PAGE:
EPSRC logo

Details of Grant 

EPSRC Reference: EP/R031665/1
Title: Sustainable and industrially scalable ultrasonic liquid phase exfoliation technologies for manufacturing 2D advanced functional materials (EcoUltra2D)
Principal Investigator: Eskin, Professor D
Other Investigators:
Researcher Co-Investigators:
Project Partners:
Designer Carbon Materials Ltd Tata Steel
Department: BCAST
Organisation: Brunel University London
Scheme: Standard Research
Starts: 01 October 2018 Ends: 31 July 2022 Value (£): 411,096
EPSRC Research Topic Classifications:
Manufact. Enterprise Ops& Mgmt Materials Characterisation
Materials Processing
EPSRC Industrial Sector Classifications:
Related Grants:
EP/R031401/1 EP/R031819/1 EP/R031975/1
Panel History:
Panel DatePanel NameOutcome
22 Feb 2018 Manufacturing Prioritisation Panel - Feb 2018 Announced
Summary on Grant Application Form
Ultrasonic cavitation and streaming are widely used in the chemical, food, oil, drag and paint processing industries. The generation of cavitation bubbles though ultrasound (US) is a powerful technique that induces physico-mechanical and physico-chemical effects in multiphase systems contained in liquid media. When imploding, cavitation bubbles produce high-speed liquid jets (300-1000 m/s) accompanied by high pressure (100-1000 MPa) and local temperature spikes (up to 10000 K). Pulsating bubbles impose high-frequency pressure pulses of several MPa in magnitude. These basic phenomena are involved in specific and in many cases poorly understood mechanisms that are used as a working tool, for instance, for manufacturing two-dimensional (2D) nanomaterials, and exploited for various other applications in industry.

Two-dimensional (2D) nanomaterials, such as graphene, MoS2, WS2, h-BN, h-BCN, and other layered materials are being heralded as unique materials that may help overcome current and future societal challenges related to energy generation, thermal management, and storage and in the healthcare sectors. Despite intense research, the successful exploitation and integration of 2D materials in next generation technologies where faster, thinner, and stronger devices are needed is still hampered by the issues associated with the scalability, reproducibility, and sustainability of current manufacturing techniques, aimed at generating uniform and high-quality 2D materials. For example, most current production processes of 2D materials are limited to batch-processing and require large quantities of harmful solvents and surfactants for the shearing or ultrasonication to work, bearing the risk of causing much harm to the environment, whilst the resulting structures are often limited in size and to few layer 2D materials with monolayers only at the edges of the exfoliated structures.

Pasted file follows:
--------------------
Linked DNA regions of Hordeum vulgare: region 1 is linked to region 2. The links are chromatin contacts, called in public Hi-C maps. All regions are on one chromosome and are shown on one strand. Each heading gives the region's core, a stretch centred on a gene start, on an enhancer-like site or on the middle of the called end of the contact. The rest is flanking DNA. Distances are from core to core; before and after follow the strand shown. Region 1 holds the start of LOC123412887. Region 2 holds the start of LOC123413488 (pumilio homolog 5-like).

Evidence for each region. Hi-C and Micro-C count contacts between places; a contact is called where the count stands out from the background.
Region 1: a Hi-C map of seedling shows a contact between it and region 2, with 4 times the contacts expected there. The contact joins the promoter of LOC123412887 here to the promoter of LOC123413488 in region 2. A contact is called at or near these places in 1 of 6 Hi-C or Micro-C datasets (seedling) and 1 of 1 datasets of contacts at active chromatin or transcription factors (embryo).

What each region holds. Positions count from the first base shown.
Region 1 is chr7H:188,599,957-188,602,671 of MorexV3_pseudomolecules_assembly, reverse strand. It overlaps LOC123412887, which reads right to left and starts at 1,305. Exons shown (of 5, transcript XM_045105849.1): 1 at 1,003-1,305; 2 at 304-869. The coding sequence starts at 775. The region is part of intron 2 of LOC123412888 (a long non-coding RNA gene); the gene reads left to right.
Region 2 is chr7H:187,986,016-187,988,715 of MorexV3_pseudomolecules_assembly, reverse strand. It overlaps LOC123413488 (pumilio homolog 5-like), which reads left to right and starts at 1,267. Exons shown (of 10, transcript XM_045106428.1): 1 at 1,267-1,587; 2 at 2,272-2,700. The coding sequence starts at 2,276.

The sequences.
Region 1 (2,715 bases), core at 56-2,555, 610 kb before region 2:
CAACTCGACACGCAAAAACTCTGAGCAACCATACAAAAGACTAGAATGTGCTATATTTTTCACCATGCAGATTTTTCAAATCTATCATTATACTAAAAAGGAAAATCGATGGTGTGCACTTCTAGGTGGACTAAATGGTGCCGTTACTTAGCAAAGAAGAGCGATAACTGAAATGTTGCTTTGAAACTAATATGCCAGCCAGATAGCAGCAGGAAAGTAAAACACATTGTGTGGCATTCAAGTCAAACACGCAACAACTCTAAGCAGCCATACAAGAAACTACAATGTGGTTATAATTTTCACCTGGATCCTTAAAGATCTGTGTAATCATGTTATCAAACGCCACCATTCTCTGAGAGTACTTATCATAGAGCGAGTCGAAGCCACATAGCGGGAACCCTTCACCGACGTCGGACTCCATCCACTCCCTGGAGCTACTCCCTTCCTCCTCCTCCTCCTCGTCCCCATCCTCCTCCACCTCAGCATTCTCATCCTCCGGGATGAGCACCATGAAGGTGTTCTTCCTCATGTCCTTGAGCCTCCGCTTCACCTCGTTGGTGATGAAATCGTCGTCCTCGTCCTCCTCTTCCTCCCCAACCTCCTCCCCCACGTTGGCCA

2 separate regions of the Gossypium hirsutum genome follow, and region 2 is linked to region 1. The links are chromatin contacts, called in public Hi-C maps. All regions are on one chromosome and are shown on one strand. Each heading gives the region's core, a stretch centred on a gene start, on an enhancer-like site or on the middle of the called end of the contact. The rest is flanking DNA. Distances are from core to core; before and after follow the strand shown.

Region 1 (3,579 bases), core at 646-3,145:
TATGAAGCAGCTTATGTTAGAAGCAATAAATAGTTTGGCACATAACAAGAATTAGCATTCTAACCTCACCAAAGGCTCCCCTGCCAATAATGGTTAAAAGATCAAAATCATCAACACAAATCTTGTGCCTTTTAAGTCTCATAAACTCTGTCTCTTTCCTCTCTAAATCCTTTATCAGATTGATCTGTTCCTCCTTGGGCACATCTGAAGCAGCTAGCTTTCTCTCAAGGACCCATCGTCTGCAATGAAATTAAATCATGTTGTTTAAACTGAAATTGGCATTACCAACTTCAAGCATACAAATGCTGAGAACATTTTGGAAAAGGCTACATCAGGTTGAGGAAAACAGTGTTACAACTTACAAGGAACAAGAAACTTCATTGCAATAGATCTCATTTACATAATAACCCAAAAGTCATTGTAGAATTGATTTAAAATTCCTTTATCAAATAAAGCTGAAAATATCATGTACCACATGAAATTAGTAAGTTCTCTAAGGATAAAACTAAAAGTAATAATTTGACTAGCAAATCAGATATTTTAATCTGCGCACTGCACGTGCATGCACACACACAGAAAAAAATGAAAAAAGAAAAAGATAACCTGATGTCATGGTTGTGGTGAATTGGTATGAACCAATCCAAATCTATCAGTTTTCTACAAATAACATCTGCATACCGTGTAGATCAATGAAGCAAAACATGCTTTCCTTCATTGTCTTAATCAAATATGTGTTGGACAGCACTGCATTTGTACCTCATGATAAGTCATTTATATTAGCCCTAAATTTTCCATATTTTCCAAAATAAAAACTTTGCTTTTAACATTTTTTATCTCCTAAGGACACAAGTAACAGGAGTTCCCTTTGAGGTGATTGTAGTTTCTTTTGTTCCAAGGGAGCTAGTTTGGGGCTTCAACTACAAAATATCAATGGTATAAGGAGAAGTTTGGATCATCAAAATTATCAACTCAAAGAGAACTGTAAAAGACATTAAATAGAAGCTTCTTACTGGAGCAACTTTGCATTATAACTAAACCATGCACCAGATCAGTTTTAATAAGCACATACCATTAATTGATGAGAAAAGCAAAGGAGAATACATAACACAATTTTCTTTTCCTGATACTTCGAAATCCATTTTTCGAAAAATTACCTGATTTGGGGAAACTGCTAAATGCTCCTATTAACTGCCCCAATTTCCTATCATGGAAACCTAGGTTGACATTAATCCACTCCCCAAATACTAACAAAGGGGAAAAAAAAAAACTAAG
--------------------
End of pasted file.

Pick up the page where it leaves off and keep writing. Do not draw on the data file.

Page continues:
Here, we propose to overturn the current exfoliation technological paradigm by giving the ultrasound-induced mechanisms the leading role in the exfoliation of layered materials. The scientific novelty lies in establishing the precise mechanisms of ultrasonic exfoliation through advanced and bespoke in situ synchrotron X-ray ultrahigh speed imaging techniques (up to million frames per second), small-angle neutron scattering, precise acoustic measurements, advanced ex situ characterisation, and multi-scale modelling methods. The technological step-change advance lies in developing a scalable and environmentally friendly process with focus on using water as the liquid medium (minimising the amount of special, expensive, and harmful additives), and reducing the processing time from tens of hours to minutes whilst increasing yield and size of the 2D sheets.

The processing part of the project will concentrate on the development of an innovative reactor, controlled ultrasonication, optimisation of processing parameters, and the selection of suitable eco-friendly additives in order to achieve the most efficient exfoliation and dispersion in terms of the lateral size, shape, quality, flake thickness, and yield of the nanosheets. The properties of these 2D functional materials will be tested and benchmarked against commercially available 2D materials and employed in batteries and thermal management applications.

Key Findings
This information can now be found on Gateway to Research (GtR) http://gtr.rcuk.ac.uk
Potential use in non-academic contexts
This information can now be found on Gateway to Research (GtR) http://gtr.rcuk.ac.uk
Description This information can now be found on Gateway to Research (GtR) http://gtr.rcuk.ac.uk
Date Materialised
Sectors submitted by the Researcher
This information can now be found on Gateway to Research (GtR) http://gtr.rcuk.ac.uk
Project URL:  
Further Information:  
Organisation Website: http://www.brunel.ac.uk